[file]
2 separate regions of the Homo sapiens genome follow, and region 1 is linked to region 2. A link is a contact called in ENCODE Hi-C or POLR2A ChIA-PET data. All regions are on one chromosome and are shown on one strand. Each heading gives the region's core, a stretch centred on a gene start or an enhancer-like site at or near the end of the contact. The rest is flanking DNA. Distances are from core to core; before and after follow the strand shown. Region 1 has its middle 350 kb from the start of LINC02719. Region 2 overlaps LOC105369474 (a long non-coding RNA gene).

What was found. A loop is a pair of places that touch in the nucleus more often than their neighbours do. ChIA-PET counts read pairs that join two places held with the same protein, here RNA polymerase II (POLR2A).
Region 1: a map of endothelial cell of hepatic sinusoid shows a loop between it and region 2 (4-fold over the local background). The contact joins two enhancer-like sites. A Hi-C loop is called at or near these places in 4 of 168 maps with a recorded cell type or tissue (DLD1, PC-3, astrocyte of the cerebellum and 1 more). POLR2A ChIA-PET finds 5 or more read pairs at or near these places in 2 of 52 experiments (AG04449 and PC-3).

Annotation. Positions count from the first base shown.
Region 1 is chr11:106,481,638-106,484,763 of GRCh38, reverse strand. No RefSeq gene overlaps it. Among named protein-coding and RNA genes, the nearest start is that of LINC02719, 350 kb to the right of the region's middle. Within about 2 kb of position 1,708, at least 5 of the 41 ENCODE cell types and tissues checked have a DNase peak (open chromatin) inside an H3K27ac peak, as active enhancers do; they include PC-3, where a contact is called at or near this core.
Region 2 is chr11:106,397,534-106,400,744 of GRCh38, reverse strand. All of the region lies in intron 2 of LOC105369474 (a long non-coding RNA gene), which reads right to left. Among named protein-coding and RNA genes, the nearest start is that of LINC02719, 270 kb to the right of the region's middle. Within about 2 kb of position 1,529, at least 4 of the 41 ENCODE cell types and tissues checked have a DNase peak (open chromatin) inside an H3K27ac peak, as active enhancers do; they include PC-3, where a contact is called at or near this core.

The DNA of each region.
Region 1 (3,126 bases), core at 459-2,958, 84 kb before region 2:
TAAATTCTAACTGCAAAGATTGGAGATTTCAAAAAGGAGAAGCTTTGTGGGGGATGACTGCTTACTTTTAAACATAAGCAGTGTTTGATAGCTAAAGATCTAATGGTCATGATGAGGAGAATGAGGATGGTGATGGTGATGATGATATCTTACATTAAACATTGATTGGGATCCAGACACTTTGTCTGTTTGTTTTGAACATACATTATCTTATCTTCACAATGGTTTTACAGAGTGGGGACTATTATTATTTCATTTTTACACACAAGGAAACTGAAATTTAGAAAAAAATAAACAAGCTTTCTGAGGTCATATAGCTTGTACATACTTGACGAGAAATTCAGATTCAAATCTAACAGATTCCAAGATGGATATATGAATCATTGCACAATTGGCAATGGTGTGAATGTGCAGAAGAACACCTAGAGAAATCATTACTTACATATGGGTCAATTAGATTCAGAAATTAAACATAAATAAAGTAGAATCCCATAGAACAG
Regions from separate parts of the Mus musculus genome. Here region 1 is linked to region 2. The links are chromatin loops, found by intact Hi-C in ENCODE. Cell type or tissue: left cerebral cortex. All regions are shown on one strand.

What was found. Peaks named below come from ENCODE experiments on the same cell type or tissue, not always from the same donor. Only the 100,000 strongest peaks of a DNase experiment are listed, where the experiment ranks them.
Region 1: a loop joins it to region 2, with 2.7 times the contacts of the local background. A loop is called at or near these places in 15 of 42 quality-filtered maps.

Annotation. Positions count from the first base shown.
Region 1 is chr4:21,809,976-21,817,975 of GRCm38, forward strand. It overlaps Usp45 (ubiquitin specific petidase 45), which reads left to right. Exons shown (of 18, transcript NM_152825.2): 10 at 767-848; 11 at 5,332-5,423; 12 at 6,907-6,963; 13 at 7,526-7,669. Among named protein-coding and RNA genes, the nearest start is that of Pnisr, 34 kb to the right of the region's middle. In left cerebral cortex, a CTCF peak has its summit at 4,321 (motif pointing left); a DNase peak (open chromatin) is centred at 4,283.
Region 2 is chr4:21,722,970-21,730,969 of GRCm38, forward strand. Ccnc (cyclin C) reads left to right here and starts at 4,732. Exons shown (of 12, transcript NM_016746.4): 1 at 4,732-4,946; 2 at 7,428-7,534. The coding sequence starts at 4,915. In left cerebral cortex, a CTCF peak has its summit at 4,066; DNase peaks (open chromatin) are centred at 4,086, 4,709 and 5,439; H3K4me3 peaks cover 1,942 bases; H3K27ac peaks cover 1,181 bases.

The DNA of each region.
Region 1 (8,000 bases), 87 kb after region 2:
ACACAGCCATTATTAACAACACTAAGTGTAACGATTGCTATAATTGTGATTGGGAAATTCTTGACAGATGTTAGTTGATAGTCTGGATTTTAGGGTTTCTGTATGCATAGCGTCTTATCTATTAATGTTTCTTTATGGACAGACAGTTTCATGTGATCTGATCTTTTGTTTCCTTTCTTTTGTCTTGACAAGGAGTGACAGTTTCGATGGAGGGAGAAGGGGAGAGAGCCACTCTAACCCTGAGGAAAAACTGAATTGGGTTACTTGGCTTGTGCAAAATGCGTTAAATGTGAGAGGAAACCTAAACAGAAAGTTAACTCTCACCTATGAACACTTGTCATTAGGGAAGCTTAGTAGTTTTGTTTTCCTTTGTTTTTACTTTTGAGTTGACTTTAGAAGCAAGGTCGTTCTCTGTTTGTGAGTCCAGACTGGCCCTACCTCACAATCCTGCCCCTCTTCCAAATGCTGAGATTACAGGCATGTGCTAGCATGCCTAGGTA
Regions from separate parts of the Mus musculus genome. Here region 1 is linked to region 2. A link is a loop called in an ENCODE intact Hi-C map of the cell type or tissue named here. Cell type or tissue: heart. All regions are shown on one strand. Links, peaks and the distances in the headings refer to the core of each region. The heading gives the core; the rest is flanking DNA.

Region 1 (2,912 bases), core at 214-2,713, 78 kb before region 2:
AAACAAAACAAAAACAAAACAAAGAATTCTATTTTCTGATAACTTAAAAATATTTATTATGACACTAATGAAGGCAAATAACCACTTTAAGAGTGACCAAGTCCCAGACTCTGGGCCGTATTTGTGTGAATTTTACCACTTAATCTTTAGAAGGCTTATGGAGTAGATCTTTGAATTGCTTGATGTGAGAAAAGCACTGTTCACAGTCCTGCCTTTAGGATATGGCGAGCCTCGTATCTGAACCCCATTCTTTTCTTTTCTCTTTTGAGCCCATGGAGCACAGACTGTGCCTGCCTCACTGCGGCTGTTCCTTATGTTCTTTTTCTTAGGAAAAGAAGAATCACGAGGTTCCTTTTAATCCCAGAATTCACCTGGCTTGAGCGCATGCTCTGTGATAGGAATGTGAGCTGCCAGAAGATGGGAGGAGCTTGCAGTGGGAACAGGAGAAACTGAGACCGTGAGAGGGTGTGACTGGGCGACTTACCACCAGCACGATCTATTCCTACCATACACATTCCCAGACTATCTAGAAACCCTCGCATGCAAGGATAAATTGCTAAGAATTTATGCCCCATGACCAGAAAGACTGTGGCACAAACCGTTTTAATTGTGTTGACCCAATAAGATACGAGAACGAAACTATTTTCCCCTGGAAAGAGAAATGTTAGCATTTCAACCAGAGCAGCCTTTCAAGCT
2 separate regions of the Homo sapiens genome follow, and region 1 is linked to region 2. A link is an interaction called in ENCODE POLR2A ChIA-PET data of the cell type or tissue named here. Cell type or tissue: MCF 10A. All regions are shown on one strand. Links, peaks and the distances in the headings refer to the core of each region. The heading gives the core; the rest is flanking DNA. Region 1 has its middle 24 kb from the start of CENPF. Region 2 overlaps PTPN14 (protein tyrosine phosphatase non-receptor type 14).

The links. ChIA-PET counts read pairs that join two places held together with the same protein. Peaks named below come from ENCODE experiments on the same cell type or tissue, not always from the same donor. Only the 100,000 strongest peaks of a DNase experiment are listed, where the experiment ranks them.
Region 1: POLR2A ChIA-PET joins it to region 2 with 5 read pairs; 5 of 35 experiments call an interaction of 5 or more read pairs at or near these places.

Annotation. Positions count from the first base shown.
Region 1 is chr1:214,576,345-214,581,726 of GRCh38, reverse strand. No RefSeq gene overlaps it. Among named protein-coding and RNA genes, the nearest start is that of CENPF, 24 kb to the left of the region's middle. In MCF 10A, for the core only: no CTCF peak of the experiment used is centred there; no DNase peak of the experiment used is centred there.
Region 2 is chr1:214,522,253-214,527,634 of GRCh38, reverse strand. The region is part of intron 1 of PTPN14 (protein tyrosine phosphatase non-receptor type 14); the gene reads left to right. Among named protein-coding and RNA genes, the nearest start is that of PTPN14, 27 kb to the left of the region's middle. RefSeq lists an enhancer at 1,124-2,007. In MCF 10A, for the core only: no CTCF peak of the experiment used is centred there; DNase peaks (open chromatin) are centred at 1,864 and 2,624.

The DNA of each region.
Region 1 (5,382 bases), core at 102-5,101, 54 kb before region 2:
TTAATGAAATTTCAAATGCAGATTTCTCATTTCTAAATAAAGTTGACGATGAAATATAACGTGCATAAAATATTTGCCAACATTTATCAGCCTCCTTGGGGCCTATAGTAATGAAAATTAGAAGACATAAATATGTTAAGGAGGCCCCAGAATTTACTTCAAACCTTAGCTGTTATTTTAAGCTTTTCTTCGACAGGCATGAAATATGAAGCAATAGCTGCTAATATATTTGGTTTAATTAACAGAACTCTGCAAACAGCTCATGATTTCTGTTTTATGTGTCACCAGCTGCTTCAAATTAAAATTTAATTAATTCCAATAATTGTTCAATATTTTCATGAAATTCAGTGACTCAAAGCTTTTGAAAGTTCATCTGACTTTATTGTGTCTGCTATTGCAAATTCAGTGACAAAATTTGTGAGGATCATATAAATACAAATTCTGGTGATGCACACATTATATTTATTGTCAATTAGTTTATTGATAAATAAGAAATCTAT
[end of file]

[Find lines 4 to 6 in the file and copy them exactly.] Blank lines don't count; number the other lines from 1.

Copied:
Annotation. Positions count from the first base shown.
Region 1 is chr11:106,481,638-106,484,763 of GRCh38, reverse strand. No RefSeq gene overlaps it. Among named protein-coding and RNA genes, the nearest start is that of LINC02719, 350 kb to the right of the region's middle. Within about 2 kb of position 1,708, at least 5 of the 41 ENCODE cell types and tissues checked have a DNase peak (open chromatin) inside an H3K27ac peak, as active enhancers do; they include PC-3, where a contact is called at or near this core.
Region 2 is chr11:106,397,534-106,400,744 of GRCh38, reverse strand. All of the region lies in intron 2 of LOC105369474 (a long non-coding RNA gene), which reads right to left. Among named protein-coding and RNA genes, the nearest start is that of LINC02719, 270 kb to the right of the region's middle. Within about 2 kb of position 1,529, at least 4 of the 41 ENCODE cell types and tissues checked have a DNase peak (open chromatin) inside an H3K27ac peak, as active enhancers do; they include PC-3, where a contact is called at or near this core.